character versus giftedness

If I speak in the tongues of men or of angels, but do not have love, I am only a resounding gong or a clanging cymbal. If I have the gift of prophecy and can fathom all mysteries and all knowledge, and if I have a faith that can move mountains, but do not have love, I am nothing. If I give all I possess to the poor and give over my body to hardship that I may boast, but do not have love, I gain nothing.

1 Corinthians 13:1-3

The fruit of the Spirit (“love, joy, peace, forbearance, kindness, goodness, faithfulness, gentleness and self-control”) are not in competition against the gifts of the Spirit. But this passage from Paul makes it clear that without love, the operation of the gifts means nothing, at least not in God’s estimation of the person who practices them.

What I would like to tell any young, budding preacher would be something like what Paul is saying here. I would say, the gift part will come. That is important. But major on character. Make sure your life is in line with God’s call to love which includes living in and according to the truth.

Give me any day and every day someone who is faithfully plodding along with what might be considered a nothing out of the ordinary gift, but consistently and faithfully loves others, and loves God, their lives marked by obedience to God’s will. I’ll take that any day over a person who has an amazing gift, but is a bit fast and loose when it comes to character. The fruit of the Spirit is the goal in our lives toward Christ-likeness. The gifts of the Spirit are meant to help us move that direction. In and through Jesus.

against full knowledge in this world or even in the word

Now I know in part; then I shall know fully, even as I am fully known.

1 Corinthians 13:12b

Sadly, too many Christians nowadays seem to think they have some sort of inside scoop on what’s going on in the world. Or that they unlike most other Christians possess some superior knowledge of God’s word and the gospel. Either thought is dangerous.

The older I get, the more I realize how much I don’t know. I believe any idea of some inside scoop or full knowledge of anything should be dismissed, or at least viewed with profound suspicion.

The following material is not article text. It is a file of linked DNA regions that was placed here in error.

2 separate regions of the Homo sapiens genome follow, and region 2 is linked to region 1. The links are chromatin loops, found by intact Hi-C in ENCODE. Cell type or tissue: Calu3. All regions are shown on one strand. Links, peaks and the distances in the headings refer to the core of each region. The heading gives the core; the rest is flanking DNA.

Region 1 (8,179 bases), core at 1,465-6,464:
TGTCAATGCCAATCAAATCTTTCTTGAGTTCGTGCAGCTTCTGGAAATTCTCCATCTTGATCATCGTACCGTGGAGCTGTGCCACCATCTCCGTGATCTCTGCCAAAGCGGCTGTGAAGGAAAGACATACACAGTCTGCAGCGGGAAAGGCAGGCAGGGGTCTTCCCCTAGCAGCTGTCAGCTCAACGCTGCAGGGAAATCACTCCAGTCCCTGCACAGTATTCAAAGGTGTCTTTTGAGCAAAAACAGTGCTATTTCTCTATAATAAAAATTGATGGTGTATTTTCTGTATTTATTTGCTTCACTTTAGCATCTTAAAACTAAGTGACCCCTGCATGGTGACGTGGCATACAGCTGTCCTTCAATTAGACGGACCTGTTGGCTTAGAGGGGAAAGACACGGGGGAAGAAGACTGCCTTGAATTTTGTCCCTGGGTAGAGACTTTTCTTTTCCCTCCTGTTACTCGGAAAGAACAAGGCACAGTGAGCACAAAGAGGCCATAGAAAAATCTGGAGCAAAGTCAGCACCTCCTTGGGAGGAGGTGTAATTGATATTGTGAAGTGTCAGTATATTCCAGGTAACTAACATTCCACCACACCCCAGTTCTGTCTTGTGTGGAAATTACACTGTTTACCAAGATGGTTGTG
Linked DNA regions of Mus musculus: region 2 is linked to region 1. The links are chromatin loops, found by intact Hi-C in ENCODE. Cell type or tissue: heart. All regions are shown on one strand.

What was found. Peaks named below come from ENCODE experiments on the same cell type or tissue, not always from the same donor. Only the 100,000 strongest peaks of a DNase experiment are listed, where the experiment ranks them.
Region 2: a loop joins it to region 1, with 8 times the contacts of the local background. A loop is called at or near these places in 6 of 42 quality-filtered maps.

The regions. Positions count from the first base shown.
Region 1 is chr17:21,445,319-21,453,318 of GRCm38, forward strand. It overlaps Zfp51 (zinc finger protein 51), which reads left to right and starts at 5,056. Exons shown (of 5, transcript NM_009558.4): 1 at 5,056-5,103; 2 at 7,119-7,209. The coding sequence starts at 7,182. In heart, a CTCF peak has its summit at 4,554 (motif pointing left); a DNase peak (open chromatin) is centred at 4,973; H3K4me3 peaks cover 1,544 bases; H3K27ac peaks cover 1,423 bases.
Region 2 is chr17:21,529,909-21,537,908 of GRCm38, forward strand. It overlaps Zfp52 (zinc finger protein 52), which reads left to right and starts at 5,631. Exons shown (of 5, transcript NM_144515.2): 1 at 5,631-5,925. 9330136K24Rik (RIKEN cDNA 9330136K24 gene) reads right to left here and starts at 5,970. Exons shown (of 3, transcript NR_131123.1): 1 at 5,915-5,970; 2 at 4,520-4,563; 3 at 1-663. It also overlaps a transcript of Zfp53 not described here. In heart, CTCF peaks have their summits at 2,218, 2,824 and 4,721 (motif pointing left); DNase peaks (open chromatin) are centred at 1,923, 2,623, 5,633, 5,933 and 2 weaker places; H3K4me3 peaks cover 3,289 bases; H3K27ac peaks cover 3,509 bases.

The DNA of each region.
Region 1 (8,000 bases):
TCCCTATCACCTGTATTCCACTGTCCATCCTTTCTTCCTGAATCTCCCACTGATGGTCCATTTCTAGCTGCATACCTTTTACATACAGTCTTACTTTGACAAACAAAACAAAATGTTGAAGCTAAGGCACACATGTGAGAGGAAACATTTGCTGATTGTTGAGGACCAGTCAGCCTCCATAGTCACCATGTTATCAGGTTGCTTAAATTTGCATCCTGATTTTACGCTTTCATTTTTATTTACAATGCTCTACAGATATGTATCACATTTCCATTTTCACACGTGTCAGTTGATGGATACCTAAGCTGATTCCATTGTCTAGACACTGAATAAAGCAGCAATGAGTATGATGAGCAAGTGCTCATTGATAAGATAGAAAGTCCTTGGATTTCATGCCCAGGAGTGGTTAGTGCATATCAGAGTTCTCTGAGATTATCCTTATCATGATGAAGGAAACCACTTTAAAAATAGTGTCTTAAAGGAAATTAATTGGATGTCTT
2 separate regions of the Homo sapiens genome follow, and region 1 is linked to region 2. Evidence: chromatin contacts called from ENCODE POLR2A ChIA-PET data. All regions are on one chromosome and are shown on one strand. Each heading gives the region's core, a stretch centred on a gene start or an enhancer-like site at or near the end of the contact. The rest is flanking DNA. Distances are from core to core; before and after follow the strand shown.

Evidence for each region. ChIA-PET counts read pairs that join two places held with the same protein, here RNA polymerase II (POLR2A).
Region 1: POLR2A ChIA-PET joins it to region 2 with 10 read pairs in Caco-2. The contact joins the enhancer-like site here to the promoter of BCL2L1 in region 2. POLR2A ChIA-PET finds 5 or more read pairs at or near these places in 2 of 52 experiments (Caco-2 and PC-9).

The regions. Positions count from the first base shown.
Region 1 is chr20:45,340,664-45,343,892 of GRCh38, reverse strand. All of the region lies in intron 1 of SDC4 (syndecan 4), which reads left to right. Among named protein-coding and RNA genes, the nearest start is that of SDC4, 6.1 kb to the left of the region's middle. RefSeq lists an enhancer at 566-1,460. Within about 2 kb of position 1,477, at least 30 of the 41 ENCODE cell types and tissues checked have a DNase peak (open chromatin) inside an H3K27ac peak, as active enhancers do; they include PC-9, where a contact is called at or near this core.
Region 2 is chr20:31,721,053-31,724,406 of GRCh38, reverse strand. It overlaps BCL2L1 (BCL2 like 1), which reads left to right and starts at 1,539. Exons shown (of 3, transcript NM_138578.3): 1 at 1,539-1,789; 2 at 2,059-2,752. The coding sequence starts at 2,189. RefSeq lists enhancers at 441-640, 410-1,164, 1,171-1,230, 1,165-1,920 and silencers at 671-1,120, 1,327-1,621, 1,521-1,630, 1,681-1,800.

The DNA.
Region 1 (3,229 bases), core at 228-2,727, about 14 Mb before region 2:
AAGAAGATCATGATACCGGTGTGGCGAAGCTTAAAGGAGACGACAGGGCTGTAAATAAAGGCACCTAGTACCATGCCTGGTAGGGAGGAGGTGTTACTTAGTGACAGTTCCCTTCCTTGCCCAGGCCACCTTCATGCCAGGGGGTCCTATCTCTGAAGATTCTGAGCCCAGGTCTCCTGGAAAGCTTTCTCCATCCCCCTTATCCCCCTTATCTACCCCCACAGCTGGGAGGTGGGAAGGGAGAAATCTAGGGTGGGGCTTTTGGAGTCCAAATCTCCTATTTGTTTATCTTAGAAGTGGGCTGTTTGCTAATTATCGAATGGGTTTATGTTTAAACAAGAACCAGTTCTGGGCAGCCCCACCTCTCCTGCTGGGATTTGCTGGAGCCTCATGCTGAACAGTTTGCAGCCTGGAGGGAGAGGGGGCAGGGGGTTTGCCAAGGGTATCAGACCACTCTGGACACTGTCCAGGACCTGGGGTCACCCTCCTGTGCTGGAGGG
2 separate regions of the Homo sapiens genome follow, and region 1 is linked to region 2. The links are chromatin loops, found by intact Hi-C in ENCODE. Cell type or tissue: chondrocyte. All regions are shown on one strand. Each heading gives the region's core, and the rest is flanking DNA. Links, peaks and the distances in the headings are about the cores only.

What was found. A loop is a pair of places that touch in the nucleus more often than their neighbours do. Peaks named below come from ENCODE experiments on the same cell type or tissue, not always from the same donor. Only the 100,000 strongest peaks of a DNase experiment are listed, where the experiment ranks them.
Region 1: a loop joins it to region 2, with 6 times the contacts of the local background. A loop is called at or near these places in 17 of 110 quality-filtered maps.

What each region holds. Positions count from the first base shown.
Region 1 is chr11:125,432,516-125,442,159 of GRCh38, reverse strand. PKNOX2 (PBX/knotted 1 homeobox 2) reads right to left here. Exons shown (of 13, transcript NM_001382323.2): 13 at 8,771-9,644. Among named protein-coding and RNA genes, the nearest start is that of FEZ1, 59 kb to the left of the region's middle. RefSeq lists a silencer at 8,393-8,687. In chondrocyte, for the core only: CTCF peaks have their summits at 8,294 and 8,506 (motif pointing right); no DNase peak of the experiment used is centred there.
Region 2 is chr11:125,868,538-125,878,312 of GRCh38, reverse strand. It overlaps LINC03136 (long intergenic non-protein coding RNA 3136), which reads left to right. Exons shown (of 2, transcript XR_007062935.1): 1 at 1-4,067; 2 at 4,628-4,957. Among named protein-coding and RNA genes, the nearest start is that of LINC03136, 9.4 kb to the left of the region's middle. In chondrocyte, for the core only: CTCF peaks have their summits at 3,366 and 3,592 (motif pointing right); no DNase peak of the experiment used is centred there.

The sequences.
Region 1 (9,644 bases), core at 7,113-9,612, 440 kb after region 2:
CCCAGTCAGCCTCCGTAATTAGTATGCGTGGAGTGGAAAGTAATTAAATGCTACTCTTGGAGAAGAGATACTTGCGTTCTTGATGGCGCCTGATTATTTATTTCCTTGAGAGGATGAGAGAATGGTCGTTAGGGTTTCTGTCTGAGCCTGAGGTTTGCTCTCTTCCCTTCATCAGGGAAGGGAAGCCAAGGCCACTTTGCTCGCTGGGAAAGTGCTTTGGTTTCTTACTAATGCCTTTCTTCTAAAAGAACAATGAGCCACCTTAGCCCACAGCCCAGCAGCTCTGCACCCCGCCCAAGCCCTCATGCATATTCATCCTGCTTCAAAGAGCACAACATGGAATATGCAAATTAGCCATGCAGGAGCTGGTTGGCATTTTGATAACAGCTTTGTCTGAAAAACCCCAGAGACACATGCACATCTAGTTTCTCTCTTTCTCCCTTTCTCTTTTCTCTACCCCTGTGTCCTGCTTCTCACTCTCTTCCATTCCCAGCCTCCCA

Yes, God does give us revelation of Christ and the gospel by the Spirit, and helps us through the word, no doubt. But we have to be humble, especially when it comes to what we think we understand about what is going on in the world. We need to stick to what God plainly tells us in the word, and refuse to get sidetracked on what too often become tangents that get us sidetracked from God’s will for us.

This doesn’t mean that we don’t push hard for truth and what is right, just and good. It does mean that we do so believing that only God understands and knows and works in God’s own sovereign way, as he sees fit.

We do so in full confidence of nothing other than God and God’s work through the word in the world. In and through Jesus.

 

beyond fear

God is love. Whoever lives in love lives in God, and God in them. This is how love is made complete among us so that we will have confidence on the day of judgment: In this world we are like Jesus. There is no fear in love. But perfect love drives out fear, because fear has to do with punishment. The one who fears is not made perfect in love.

1 John 4:16b-18

I remember years, now decades ago when I think the Dean of Men where I went to school opened his Bible as we sat in his office, turning to this passage. And with an emphasis on perfect love casting out fear, and spoke some on that. I can remember his tone of voice, and etched concern on his face, even if I can’t remember much if anything at all of what he precisely said. But I returned in my thoughts to that from time to time.

And now, relatively late in life, I do so again. Yes, I’ve believed this is truth, that it applies to me, but I often still struggle in regard to it. I think I understand much of the answer in my mind, but I’m afraid it hasn’t made much inroad into my heart. But even with that, I still have made sure progress in holding on longer what I believe in my head, so that I’ve experienced more of God’s breakthroughs of peace amidst the storm.

One way of approaching this which might be helpful is to seek to land and stand on truth. If we believe that the God who is love has made that love known through the sacrificial death of Christ, then we need to stand by faith on that truth, whatever emotions to the contrary we might be experiencing, including crippling fear. Our judgment has been taken care of through Christ, who took that judgment on himself at the cross.

The faith which is involved is not only about grasping and holding on to something: God’s word to us in Christ. But it’s also about letting go of what has bound and crippled, or at least to some extent has hampered us over the years.